International quick-service giant McDonald’s is trying to cash in on the local movement.

McDonald’s highlights local apples in Washington

The chain’s western Washington region launched the From Here campaign late July, meant to inform Washingtonians of the in-state origin of the apples, potatoes, fish and milk McDonald’s sources.

The campaign includes TV ads and billboards throughout the western part of the state, as well as a new microsite with facts about the chain’s use of Washington ingredients.

Selah, Wash.-based Tree Top Inc. is the primary supplier of the chain’s apples nationwide, according to a campaign fact sheet, but the chain has four other suppliers, including Irwindale, Calif.-based Ready Pac; Shelby, Mich.-based Peterson Farms; and Salinas, Calif.-based Fresh Express and Taylor Farms.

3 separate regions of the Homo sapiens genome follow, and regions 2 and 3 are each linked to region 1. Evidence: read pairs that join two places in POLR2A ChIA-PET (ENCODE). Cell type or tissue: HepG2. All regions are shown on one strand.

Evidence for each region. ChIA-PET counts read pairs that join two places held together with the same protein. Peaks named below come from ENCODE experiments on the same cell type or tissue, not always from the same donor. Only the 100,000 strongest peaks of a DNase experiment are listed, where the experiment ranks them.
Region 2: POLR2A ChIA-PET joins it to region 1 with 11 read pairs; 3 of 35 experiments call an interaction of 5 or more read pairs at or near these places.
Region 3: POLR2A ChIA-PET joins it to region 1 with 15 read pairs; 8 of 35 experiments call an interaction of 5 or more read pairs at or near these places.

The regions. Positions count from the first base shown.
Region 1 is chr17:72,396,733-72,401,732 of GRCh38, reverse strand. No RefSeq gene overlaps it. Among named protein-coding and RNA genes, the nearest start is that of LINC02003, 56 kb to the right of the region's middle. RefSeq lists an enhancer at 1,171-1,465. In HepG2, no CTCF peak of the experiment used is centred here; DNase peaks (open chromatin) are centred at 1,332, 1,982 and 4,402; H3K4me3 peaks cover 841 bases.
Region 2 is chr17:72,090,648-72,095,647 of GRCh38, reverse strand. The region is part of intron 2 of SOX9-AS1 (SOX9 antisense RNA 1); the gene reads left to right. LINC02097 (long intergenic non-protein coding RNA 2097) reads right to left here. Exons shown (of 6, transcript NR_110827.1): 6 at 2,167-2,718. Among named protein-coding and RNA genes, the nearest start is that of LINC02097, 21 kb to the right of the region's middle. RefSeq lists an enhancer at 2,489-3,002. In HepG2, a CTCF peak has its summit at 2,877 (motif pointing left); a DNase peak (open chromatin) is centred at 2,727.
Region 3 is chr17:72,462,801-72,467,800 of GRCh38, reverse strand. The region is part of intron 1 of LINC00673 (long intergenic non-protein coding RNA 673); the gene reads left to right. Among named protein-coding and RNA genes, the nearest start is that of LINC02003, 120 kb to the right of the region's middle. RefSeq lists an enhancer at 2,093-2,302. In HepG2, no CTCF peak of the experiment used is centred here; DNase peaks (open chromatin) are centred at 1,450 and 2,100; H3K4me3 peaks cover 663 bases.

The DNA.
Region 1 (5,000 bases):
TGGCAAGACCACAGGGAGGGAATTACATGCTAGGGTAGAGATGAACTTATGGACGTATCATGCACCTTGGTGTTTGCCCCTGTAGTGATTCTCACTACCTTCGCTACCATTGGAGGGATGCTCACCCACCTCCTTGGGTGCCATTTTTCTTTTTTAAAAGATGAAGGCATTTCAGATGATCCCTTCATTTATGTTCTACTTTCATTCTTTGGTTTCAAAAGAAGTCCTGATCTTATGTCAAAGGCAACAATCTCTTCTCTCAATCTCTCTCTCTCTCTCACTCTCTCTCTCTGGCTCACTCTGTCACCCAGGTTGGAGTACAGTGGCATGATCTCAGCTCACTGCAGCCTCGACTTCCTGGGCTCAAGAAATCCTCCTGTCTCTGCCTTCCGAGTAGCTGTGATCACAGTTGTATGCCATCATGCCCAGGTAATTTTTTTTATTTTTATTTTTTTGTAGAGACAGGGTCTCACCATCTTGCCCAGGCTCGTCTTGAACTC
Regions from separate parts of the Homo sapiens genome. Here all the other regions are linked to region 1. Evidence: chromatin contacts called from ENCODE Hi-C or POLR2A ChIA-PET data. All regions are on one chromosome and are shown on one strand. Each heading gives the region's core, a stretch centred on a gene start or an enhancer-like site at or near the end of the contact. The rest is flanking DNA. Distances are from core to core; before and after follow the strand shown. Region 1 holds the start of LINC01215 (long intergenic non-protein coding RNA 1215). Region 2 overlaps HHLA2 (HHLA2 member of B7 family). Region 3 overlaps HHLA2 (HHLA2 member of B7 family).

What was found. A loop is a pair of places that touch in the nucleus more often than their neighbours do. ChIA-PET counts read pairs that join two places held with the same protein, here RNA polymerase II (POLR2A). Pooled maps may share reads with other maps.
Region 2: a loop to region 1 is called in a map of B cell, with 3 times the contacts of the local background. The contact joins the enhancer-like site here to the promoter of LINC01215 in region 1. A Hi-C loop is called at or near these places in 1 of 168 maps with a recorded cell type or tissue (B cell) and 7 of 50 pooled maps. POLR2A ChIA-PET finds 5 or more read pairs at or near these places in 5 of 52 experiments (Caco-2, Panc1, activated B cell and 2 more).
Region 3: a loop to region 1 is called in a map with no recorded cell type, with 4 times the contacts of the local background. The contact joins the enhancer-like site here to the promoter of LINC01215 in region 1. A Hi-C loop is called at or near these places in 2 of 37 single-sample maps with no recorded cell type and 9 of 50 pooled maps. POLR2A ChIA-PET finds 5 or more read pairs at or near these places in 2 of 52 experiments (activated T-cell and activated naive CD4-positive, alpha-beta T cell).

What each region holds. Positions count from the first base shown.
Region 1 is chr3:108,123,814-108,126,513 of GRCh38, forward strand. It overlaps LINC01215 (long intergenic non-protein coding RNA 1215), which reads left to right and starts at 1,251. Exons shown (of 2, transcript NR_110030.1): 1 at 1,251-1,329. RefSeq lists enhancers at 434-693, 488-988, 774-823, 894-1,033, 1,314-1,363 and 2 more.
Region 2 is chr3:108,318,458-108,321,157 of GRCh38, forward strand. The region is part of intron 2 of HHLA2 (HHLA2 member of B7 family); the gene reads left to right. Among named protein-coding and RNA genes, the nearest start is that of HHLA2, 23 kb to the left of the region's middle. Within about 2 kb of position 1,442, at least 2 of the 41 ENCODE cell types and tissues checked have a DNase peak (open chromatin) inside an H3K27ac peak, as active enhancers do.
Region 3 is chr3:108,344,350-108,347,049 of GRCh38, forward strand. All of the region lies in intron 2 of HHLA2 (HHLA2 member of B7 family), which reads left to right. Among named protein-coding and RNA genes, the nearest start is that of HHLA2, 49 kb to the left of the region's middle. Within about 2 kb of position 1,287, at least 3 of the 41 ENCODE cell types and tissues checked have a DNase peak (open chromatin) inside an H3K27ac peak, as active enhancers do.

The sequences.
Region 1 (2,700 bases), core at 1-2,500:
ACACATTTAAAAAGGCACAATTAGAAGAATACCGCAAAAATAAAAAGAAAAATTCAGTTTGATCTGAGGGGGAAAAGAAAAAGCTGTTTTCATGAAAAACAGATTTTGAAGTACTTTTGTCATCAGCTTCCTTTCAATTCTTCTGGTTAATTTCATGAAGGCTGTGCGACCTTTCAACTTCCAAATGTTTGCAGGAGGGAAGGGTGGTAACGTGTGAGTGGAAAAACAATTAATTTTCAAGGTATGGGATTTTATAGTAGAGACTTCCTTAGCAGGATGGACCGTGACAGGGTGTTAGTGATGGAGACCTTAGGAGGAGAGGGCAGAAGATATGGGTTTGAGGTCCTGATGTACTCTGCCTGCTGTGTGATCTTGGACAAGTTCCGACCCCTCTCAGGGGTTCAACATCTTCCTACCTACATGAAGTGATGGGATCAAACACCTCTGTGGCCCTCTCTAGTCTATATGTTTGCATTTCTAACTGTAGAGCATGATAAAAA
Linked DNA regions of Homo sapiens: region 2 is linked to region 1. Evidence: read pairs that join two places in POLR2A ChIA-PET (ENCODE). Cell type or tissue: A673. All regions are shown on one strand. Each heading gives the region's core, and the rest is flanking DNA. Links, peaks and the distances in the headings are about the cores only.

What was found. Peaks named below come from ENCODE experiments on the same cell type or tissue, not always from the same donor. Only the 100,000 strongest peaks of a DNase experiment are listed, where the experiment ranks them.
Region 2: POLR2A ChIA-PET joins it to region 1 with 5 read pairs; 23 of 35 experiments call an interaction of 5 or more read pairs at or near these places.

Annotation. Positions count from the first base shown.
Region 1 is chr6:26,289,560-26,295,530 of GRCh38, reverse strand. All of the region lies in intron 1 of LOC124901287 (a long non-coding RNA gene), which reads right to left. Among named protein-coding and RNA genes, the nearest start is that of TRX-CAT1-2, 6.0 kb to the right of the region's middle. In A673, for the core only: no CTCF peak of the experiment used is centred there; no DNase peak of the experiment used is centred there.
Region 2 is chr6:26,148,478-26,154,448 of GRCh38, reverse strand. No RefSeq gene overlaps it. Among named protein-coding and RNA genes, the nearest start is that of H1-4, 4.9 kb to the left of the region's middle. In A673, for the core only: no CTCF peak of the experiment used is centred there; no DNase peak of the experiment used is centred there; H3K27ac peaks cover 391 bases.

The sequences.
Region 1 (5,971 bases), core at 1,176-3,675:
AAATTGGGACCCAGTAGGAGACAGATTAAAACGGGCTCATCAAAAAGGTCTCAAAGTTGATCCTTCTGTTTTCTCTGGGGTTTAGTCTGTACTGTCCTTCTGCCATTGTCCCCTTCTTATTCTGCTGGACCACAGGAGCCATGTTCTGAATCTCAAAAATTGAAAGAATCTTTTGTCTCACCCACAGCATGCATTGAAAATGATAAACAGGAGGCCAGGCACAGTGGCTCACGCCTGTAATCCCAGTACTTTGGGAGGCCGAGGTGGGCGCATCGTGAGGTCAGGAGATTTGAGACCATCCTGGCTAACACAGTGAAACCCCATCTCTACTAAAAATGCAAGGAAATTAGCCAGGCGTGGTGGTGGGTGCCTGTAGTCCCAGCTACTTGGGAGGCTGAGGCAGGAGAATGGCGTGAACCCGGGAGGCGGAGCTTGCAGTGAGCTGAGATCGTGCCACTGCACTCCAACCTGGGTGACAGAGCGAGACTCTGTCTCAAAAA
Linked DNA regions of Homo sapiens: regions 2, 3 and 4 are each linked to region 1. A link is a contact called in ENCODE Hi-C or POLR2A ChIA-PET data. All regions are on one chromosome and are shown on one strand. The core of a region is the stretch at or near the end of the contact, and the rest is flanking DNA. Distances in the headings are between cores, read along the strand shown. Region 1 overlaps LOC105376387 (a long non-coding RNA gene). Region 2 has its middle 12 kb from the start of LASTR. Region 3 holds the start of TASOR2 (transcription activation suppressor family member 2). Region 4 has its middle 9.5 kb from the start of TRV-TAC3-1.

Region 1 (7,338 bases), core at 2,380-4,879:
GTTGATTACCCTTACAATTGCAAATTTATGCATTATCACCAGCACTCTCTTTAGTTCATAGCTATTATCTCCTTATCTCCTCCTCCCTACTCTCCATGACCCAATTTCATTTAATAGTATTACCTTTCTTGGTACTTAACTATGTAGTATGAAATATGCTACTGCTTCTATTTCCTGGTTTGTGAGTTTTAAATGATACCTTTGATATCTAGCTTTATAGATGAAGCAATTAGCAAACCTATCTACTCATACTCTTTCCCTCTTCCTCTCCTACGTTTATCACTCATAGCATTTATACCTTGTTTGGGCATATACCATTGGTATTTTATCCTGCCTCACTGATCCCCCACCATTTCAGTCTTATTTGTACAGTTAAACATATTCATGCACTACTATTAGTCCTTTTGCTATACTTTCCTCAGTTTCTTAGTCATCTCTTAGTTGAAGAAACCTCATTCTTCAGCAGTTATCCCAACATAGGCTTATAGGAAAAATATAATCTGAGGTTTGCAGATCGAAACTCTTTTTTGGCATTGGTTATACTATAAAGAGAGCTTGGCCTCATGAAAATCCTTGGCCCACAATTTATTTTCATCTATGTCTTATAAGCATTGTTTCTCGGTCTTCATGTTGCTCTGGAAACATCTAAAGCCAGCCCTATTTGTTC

“When an apple is dipped at one of our restaurants, you can bet it hasn’t traveled far from a Washington tree,” the fact sheet reads.

McDonald’s purchased 13 million pounds of apples in 2009. At the chain’s 191 western Washington restaurants, 88% of the apples served were grown in Washington.

“(The campaign) is really a great benefit to Tree Top,” said Ned Rawn, national accounts manager for foodservice at Tree Top.

Billboards promoting the local apples read “Picked in Yakima, Dipped in Kirkland,” for example, Rawn said.

The campaign has met with some opposition, as some bloggers and pundits have called it “local washing.”

“We take food quality seriously and want our customers to know that we purchase from the country’s top farmers, bakers and producers — many of the same trusted brands that supply your neighborhood supermarket,” Lydia Wardle, supply chain manager Northwest for McDonald’s, said in a news release. “We are proud to partner with local suppliers like Tree Top and Darigold (milk) to bring our customers the quality food they love.”